By Susan Brinkmann, OCDS
A new study finds that almost half of undergraduate students report experiencing emotional, physical or sexual abuse in their personal relationships. Experts say parents need to teach their children how to distinguish between healthy and unhealthy relationships before they head out into the world.
The study, published in the July issue of the Archives of Pediatrics and Adolescent Medicine surveyed 910 students (390 male, 520 female) ages 17 to 22 and found high rates of relationship violence across all ethnic and socioeconomic groups and from three very different types of schools – a local community college, a Catholic university and an Ivy League school.
“Students at each school reported similar experience with relationship violence,” the report states.
Although violence in general may be more prevalent among lower income groups, relationship violence knows no boundaries and “crosses socioeconomic levels, race and gender, and is prevalent across ages,” the study’s lead researcher, Christine Forke, a registered nurse at the Children’s Hospital of Philadelphia, told the Washington Post.
Students participating in the survey were asked if they had experienced physical violence such as pushing, grabbing, hitting, choking or slapping; emotional violence, defined as being made to feel bad about oneself or isolated from family and friends, or having a partner act in a possessive manner; or sexual violence, defined as being coerced, pressured or forced into having sexual contact.
Overall, 44 percent of students reported experiencing at least one type of relationship violence, 42 percent as a victim and 17 percent as a perpetrator. Fifteen percent of females in the study reported being victims of sexual violence.
Amir Afkhami, an instructor of psychiatry and behavioral sciences at George Washington University said he thought the figures were low. Based on his clinical experience, he said, “at least one-third to one-fourth of women students have experienced some type of forced sexual contact.”
The results of this study may be eye-opening, but they’re not new.
According to recent National College Health Risk Behavior Surveys conducted by the Centers for Disease Control and Prevention (CDC), the annual victimization rate for completed and attempted rapes on campus is now as high as 35.3 per 1,000 female students, which is the equivalent of 350 per year on a campus of 10,000.
Thirteen percent of college students report being forced to have sex against their will and fourteen percent of students polled report being the victim of an emotionally abusive relationship in the past year.
Substance abuse on-campus often serves as the fuel for these acts of violence, particularly that of sexual aggression. One study conducted by the University of North Carolina found that 67 percent of male sexual aggressors and 50 percent of female victims had been drinking at the time the victimization occurred.
The predominant “hook up” culture on college campuses these days is another risk factor for relationship abuse.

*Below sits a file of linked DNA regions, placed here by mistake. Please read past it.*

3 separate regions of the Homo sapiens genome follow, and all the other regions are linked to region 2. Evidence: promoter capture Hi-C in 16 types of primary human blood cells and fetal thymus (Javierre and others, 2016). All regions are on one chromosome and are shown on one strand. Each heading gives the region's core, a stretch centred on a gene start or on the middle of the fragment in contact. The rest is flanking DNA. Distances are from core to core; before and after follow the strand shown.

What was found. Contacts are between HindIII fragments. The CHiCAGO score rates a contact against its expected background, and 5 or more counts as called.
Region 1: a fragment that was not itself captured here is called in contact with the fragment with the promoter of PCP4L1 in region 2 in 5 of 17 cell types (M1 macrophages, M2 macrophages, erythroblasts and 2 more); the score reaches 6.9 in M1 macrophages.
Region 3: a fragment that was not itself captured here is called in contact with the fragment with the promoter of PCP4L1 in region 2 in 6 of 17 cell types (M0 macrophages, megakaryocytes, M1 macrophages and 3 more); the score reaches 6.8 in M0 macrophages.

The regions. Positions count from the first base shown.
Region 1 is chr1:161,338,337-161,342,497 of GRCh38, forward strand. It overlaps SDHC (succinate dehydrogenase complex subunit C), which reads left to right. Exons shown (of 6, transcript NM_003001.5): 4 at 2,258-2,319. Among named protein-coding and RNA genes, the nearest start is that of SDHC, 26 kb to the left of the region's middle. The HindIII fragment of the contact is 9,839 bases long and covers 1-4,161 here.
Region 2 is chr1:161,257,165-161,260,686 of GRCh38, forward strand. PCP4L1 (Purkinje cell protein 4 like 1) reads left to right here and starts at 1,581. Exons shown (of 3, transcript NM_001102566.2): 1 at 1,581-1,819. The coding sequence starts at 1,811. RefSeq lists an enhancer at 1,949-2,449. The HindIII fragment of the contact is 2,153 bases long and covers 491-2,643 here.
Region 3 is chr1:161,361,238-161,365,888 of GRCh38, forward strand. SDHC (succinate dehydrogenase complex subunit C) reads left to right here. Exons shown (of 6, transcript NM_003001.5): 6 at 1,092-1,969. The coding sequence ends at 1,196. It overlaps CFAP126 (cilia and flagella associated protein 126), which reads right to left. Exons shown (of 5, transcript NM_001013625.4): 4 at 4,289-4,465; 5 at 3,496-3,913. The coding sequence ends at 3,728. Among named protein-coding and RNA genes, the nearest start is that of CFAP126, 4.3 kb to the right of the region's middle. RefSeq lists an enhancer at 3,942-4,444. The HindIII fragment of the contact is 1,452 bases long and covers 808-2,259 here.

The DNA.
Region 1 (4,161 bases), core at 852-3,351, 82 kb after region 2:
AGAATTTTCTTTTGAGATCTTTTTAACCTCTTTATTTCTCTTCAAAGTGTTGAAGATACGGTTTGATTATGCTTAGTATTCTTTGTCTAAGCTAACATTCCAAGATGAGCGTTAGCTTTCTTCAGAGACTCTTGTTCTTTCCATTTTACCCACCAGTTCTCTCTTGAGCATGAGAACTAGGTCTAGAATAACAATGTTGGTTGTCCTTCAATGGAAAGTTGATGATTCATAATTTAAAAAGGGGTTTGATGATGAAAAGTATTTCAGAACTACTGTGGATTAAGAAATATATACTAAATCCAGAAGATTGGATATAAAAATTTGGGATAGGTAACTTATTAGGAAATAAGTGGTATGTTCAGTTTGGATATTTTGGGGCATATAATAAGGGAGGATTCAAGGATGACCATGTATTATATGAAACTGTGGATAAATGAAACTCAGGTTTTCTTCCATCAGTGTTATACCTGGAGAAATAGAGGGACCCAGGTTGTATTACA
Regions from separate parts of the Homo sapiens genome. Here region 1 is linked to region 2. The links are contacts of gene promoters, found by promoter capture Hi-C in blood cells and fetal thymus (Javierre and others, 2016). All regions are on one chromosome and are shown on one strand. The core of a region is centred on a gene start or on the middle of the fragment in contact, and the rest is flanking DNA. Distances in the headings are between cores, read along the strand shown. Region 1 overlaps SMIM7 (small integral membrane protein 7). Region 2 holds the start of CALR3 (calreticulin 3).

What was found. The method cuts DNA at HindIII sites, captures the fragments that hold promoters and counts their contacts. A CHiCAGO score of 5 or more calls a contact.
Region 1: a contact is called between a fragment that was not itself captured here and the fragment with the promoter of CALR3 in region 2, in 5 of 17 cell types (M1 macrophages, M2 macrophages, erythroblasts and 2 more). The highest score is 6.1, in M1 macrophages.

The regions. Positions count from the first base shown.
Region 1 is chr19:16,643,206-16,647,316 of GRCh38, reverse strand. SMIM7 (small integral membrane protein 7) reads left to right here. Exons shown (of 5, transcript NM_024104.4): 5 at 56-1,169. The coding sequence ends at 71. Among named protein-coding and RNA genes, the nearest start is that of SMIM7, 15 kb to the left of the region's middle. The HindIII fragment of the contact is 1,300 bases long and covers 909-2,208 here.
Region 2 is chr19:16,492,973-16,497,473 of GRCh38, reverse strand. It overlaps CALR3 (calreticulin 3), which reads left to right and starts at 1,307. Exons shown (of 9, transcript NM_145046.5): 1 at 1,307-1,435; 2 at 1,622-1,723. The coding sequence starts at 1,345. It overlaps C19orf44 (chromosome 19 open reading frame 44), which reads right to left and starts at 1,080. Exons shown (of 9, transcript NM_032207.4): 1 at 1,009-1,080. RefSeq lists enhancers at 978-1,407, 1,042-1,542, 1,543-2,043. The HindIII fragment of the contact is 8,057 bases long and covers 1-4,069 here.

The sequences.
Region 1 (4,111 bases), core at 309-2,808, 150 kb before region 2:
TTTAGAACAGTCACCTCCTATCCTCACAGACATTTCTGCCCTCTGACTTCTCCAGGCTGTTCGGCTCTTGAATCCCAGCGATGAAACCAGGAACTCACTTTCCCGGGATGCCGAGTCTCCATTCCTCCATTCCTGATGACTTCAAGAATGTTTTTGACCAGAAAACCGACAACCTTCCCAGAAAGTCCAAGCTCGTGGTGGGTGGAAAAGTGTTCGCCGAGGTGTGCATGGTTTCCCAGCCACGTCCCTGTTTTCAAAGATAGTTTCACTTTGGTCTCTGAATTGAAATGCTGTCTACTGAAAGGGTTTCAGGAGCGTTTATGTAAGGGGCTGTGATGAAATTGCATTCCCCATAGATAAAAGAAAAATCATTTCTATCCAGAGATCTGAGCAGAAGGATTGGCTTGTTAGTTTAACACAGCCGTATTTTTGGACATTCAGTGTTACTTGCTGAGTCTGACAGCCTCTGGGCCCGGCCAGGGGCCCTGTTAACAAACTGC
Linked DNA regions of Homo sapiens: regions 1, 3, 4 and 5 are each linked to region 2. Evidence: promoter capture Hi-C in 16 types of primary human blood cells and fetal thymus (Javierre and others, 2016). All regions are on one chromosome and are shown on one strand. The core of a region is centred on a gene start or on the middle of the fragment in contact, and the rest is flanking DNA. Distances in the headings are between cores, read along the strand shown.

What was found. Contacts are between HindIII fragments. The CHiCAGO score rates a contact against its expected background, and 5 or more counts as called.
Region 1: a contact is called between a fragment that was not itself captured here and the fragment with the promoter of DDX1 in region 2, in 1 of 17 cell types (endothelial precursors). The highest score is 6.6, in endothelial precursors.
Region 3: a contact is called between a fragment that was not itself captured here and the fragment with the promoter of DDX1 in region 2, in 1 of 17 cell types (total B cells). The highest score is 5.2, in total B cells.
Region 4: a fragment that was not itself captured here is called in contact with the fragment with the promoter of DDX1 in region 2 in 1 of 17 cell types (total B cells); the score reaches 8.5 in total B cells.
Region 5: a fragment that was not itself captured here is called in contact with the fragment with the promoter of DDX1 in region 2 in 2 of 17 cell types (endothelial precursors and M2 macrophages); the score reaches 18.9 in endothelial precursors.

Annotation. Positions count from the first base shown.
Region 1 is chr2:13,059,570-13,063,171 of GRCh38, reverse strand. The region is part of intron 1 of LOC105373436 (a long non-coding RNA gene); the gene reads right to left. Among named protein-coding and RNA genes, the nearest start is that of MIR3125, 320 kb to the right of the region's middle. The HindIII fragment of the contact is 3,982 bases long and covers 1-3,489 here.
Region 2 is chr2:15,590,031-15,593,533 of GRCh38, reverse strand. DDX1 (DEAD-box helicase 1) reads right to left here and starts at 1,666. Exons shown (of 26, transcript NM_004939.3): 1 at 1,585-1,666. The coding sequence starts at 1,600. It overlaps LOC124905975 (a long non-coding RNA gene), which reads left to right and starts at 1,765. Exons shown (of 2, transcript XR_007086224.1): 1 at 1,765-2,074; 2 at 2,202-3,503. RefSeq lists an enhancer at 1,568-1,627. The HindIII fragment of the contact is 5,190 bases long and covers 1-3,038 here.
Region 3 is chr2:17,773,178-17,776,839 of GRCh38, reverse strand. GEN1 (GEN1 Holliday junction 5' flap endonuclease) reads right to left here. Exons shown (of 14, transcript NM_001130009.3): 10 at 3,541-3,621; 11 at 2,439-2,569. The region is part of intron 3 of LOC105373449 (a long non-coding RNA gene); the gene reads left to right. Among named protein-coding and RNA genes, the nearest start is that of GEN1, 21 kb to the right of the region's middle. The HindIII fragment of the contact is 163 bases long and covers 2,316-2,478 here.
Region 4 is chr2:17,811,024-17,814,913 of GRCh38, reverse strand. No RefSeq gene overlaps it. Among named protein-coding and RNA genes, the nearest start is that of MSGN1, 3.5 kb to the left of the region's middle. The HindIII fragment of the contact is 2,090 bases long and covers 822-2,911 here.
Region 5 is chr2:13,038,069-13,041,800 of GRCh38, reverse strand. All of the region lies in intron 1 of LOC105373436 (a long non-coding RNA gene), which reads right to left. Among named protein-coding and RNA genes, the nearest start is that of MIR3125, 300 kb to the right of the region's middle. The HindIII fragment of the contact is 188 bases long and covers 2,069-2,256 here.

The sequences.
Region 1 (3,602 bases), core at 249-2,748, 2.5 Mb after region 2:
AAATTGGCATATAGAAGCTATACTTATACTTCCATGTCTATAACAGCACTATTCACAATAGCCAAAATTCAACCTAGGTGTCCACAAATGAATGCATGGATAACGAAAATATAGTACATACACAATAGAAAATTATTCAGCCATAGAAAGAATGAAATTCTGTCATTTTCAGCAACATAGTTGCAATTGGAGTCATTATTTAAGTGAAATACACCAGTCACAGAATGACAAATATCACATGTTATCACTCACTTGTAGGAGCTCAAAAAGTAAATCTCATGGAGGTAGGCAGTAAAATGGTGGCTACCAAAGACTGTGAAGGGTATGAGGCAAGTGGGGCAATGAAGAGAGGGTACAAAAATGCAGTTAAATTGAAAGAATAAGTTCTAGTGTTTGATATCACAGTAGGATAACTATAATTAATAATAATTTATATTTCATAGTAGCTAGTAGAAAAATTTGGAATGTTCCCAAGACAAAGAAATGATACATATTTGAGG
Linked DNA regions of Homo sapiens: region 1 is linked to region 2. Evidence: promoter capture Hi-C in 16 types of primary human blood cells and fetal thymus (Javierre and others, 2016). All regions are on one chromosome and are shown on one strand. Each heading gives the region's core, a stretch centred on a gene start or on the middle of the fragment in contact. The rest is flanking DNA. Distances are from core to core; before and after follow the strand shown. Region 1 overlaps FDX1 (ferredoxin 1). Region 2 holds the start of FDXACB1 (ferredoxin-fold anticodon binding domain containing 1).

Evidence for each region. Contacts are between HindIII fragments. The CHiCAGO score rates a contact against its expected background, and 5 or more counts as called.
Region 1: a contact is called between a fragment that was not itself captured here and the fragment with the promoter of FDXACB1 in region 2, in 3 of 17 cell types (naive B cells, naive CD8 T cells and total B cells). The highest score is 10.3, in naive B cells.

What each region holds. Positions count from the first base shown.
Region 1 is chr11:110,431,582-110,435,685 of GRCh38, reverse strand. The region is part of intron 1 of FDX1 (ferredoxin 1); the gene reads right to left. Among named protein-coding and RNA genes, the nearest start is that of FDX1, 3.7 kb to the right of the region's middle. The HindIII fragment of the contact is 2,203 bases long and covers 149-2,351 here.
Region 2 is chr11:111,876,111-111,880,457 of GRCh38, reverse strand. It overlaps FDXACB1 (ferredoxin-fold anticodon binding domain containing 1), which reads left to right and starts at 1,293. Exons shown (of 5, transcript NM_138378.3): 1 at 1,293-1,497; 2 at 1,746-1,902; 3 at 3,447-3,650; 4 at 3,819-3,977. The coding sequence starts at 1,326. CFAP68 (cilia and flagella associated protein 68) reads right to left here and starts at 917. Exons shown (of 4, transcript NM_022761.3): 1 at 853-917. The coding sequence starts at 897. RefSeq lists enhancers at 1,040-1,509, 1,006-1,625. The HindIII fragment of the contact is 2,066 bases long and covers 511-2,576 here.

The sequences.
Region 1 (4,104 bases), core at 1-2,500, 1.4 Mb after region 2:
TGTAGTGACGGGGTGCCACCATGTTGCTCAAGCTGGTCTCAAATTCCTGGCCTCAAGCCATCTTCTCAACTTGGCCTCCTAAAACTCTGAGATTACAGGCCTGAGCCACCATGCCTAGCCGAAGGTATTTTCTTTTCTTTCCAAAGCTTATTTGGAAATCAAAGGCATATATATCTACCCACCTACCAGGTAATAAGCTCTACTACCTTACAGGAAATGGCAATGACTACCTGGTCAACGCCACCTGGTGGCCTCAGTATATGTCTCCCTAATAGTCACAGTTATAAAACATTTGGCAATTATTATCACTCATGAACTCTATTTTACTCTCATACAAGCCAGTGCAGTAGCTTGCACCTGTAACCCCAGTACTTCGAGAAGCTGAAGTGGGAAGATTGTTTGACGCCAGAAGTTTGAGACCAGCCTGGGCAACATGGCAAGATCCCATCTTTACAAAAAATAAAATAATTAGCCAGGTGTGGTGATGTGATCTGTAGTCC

Dr. Miriam Grossman, author of the book “Unprotected,” chronicles the serious consequences being suffered by students as a result of the rampant casual sex that is taking place on today’s campuses. Her clinic at the University of California in Los Angeles sees a flood patients every year who come to her suffering from the fallout from risky behaviors that are promoted on campus as being free of consequences as long as participants are “protected.”
“But in the world I inhabit, there are plenty of consequences,” she writes. “On my campus, sexually active students are much more likely to seek counseling and to rate their relationships as stressful. Almost daily, I prescribe medication to help students, mostly women, cope with loss and heartbreak. . . . (T)here is no condom for the heart.”
As a result of these unhealthy relationships, depression has become a particularly worrisome problem on-campus. The American College Health Association National College Health Assessment found the number of students who reported ever being diagnosed with depression has increased 56 percent in the last six years, from 10 percent in spring 2000 to 16 percent in spring 2005.
In spite of plenty of hard science linking casual sex and depression, students are surprisingly ignorant of this information, Dr. Grossman writes.
Experts say parents need to step in because many colleges and universities do nothing to stop these destructive behaviors. Some even encourage these behaviors with co-ed dorms and health clinics that distribute condoms and other contraceptives without accurate information about the physical and emotional risks associated with casual sex.
Other features of the college environment, such as frequent unsupervised parties, easy access to alcohol, single students living on their own, and the availability of private rooms, may contribute to high rape rates of women college students.
Arming children with facts before sending them off to college will not only improve their chances of having a healthier campus experience, it will also protect them from the bad advice they’re likely to get on-campus.
This is particularly true for incoming freshmen who are particularly vulnerable because the transition into college life, being away from family and established support systems, can increase a student’s dependence on unhealthy relationships.
“If your child doesn’t know what a healthy relationship is when they go out into the world, it can be detrimental to them,” Forke said.
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